Fiorina Takes on Trump in a Brave Battle of the Sexes
Policy + Politics

Fiorina Takes on Trump in a Brave Battle of the Sexes

Carly Fiorina needs to raise her profile in the Republican presidential nomination race, and she took a giant step toward that goal last week. She dominated last week’s “Happy Hour” debate for GOP hopefuls who didn’t make it to the main Thursday night event and won the night. But with low name recognition and a huge field, the former Hewlett-Packard CEO needs more than a win once-a-month debate to propel her into the public’s consciousness.

Enter Donald Trump. The cranky billionaire currently leading the Republican primary polls is a media magnet. Outsized and outrageous, he commands headlines and airtime and has the ability to suck all the oxygen out of the room – unless you can get him to start blowing his hot air in your direction.

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It wasn’t by accident that Kentucky Senator Rand Paul, whose poll numbers have been falling dramatically, went out of his way to attack Trump within moments of the debate beginning on Thursday. Paul all but lunged over the podium in an effort to be the first of the 9 contenders surrounding Trump to attack him.

In the end, it didn’t benefit him much. Trump snapped back with a comment about the money he said he had given Paul’s campaigns over the years, and the debate moved on.

But Fiorina, between comments directly attacking Trump in the early debate Thursday and others made during the Sunday shows yesterday, appears to have got herself under The Donald’s skin.

During last week’s debate, when she was asked whether Trump had gotten the best of the rest of the GOP field thus far, she snarked, “I didn’t get a phone call from Bill Clinton before I jumped in the race. Did any of you get a phone call from Bill Clinton? Maybe it’s because I hadn’t given money to the foundation or donated to his wife’s senate campaign.”

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Fiorina was referring to a Washington Post revelation that Trump had received advice on a potential presidential run from former Democratic President Bill Clinton. But she quickly turned to more substantive criticism.

“Here’s the thing that I would ask Donald Trump, in all seriousness, because he is the frontrunner right now and good for him,” she said. “I think he’s tapped into an anger that people feel. They’re sick of politics as usual. You know, whatever your issue, your cause, your festering problem that you hoped would be resolved, the political class has failed you. That’s just a fact and that’s what Donald Trump taps into. I’ll just say this. Since he has changed his mind on amnesty, on health care and on abortion I would just ask, ‘What are the principles by which he will govern?’”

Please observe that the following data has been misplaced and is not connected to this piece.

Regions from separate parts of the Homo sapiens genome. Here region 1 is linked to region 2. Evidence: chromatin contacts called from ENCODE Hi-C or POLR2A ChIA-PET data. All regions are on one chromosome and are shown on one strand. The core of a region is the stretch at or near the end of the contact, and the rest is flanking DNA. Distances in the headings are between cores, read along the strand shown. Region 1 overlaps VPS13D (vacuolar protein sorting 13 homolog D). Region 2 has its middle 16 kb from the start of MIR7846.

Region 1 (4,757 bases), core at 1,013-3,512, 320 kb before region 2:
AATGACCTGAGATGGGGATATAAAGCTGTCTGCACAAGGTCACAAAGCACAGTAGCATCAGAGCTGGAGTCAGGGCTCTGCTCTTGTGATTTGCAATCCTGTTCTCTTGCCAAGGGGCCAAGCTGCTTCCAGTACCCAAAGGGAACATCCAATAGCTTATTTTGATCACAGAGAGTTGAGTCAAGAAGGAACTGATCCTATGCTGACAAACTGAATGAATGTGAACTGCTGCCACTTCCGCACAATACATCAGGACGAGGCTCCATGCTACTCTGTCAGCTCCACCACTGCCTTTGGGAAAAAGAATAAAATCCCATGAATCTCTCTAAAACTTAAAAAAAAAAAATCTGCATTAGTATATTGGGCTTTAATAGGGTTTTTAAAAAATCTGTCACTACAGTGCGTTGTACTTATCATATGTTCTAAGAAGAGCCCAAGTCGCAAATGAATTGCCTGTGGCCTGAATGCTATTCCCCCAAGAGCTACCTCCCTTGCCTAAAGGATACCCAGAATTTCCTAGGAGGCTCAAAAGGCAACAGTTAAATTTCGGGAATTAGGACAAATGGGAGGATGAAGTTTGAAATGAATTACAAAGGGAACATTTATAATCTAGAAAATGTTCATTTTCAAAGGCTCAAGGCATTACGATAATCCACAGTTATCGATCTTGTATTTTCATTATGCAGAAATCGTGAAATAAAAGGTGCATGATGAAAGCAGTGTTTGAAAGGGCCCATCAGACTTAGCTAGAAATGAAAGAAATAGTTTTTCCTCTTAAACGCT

When Trump went on CNN after the Thursday debate to defend his performance, in which he tangled with moderators and refused to rule out running as a third-party candidate, he also criticized moderator Megyn Kelly for being excessively hard on him. She was angry, he said, “You could see there was blood coming out of her eyes, blood coming out of her…wherever.”

Trump critics immediately accused him of insinuating that Kelly was menstruating at the time of the debate and might have been overly emotional. Trump angrily denied he had meant any such thing. But sensing weakness his opponents did not let up. Nor did Fiorina.

Related: Fiorina Trumps Six Other Candidates in ‘Happy Hour’ Debate

Her comments were retweeted thousands of times and when she appeared on the Sunday shows, Fiorina continued to go after Trump.

On CNN, she called his comments “completely inappropriate and offensive.” She went on to say that she sympathized with Kelly because in her long business career male executives frequently suggested that her decision-making might have been affected by her menstrual cycle.

That she was on Trump’s mind was at least suggested by his response when, during a phone interview with CNN’s Jake Tapper Sunday morning, he said, “Carly Fiorina? Give me a break. She’s got zero chance.” But it was confirmed Sunday afternoon when Trump took the time to mean-tweet the former CEO.

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It’s been said that you can judge a person by the quality of his or her enemies. Without rendering any judgment on whether Donald Trump is a worthy enemy in a moral or philosophical sense, it’s obvious in the context of the GOP primary that having him as an enemy is potentially a big public relations victory for Fiorina.